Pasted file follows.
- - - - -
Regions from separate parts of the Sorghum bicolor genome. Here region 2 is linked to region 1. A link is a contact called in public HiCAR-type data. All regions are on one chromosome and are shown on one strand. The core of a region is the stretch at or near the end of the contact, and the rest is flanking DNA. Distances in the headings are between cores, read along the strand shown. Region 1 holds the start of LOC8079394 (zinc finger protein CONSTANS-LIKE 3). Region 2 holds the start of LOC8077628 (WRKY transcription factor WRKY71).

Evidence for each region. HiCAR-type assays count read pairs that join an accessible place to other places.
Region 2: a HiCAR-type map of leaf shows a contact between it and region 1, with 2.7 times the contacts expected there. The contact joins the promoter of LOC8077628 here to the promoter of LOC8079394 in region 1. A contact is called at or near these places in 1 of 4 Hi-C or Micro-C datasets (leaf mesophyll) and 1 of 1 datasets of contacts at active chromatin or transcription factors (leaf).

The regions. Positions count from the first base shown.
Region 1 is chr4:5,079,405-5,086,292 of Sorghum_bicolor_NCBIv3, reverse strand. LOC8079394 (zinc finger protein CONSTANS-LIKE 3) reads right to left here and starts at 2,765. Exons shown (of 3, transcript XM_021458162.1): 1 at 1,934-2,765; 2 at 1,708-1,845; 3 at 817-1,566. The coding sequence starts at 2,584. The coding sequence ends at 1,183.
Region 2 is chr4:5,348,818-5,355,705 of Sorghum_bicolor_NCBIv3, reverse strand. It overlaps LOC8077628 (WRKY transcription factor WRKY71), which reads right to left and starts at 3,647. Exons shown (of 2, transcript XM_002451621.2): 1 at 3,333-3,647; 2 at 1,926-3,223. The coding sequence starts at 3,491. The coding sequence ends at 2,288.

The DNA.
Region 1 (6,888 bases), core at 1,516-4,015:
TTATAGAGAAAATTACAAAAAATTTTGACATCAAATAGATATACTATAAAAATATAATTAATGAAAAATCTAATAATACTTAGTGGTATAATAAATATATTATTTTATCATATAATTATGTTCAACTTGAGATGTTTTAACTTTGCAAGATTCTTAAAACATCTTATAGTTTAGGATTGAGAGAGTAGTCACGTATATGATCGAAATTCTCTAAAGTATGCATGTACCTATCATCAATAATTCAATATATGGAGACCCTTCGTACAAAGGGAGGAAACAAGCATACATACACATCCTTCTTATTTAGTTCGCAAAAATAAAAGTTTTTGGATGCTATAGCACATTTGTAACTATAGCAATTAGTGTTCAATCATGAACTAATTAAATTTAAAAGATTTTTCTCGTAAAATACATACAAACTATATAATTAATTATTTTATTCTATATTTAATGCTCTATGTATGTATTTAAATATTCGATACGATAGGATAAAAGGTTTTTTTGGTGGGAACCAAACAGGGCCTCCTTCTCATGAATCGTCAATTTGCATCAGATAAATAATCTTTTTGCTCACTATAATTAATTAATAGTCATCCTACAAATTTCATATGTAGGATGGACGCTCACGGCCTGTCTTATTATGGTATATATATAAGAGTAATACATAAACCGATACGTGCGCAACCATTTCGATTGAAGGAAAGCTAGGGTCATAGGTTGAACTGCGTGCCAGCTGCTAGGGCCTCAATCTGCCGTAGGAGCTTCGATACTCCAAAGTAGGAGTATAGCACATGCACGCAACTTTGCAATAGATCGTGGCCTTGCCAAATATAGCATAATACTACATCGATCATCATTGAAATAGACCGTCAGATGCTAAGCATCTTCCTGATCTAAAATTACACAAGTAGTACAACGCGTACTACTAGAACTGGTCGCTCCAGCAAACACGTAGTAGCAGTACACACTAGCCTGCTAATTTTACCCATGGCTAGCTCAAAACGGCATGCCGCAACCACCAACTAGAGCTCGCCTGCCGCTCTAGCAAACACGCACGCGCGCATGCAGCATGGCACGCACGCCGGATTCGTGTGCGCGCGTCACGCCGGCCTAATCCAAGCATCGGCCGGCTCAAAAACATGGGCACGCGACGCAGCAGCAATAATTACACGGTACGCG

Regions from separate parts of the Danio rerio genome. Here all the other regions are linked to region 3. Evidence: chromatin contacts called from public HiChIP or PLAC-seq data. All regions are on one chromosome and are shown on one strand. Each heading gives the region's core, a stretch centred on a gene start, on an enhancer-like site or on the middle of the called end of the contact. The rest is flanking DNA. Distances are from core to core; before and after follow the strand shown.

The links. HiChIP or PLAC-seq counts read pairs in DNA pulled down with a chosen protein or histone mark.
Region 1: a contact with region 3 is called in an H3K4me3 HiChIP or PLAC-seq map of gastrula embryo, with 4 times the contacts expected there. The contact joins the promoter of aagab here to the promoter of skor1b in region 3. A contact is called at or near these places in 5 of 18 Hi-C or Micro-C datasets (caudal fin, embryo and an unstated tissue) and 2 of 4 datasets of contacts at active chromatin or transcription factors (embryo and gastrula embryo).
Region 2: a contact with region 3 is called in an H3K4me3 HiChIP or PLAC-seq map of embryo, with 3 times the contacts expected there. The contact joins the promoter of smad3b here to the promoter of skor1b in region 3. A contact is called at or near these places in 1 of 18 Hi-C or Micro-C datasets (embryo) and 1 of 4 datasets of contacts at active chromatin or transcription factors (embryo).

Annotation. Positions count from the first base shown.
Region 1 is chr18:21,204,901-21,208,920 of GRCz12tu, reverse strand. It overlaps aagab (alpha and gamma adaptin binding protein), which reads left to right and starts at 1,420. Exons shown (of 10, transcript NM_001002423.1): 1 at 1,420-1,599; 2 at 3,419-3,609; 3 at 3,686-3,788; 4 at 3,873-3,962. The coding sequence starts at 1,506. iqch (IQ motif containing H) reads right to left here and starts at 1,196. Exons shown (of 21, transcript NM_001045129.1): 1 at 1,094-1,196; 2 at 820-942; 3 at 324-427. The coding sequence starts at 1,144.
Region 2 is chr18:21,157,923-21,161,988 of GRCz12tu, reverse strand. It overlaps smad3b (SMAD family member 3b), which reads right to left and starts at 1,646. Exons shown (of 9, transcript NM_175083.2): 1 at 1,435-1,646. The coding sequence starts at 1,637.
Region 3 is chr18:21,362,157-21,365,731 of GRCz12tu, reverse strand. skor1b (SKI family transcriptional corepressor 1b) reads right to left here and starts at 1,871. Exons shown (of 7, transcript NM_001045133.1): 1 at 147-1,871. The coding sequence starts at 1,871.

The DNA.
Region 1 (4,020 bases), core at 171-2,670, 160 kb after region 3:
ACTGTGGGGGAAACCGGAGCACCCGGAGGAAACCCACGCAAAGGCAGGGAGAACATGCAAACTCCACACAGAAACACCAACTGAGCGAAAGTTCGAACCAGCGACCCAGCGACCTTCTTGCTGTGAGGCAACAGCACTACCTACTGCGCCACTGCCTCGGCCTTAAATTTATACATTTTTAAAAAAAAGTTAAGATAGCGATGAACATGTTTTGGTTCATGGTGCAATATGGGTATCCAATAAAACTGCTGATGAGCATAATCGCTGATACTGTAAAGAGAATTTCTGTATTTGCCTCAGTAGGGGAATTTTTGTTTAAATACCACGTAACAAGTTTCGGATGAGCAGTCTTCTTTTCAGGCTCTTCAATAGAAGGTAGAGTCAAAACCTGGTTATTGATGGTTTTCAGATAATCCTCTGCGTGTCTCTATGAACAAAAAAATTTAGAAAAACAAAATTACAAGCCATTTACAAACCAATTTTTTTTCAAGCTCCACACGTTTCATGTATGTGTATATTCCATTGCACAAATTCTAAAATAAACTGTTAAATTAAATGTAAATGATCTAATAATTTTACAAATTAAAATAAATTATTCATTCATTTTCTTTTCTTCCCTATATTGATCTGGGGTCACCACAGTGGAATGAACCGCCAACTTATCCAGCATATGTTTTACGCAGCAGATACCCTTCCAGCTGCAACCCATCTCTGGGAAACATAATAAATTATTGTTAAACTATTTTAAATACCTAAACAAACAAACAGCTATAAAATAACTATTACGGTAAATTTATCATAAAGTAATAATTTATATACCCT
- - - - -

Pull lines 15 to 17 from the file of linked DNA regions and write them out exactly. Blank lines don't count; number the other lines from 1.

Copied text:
Region 1 is chr18:21,204,901-21,208,920 of GRCz12tu, reverse strand. It overlaps aagab (alpha and gamma adaptin binding protein), which reads left to right and starts at 1,420. Exons shown (of 10, transcript NM_001002423.1): 1 at 1,420-1,599; 2 at 3,419-3,609; 3 at 3,686-3,788; 4 at 3,873-3,962. The coding sequence starts at 1,506. iqch (IQ motif containing H) reads right to left here and starts at 1,196. Exons shown (of 21, transcript NM_001045129.1): 1 at 1,094-1,196; 2 at 820-942; 3 at 324-427. The coding sequence starts at 1,144.
Region 2 is chr18:21,157,923-21,161,988 of GRCz12tu, reverse strand. It overlaps smad3b (SMAD family member 3b), which reads right to left and starts at 1,646. Exons shown (of 9, transcript NM_175083.2): 1 at 1,435-1,646. The coding sequence starts at 1,637.
Region 3 is chr18:21,362,157-21,365,731 of GRCz12tu, reverse strand. skor1b (SKI family transcriptional corepressor 1b) reads right to left here and starts at 1,871. Exons shown (of 7, transcript NM_001045133.1): 1 at 147-1,871. The coding sequence starts at 1,871.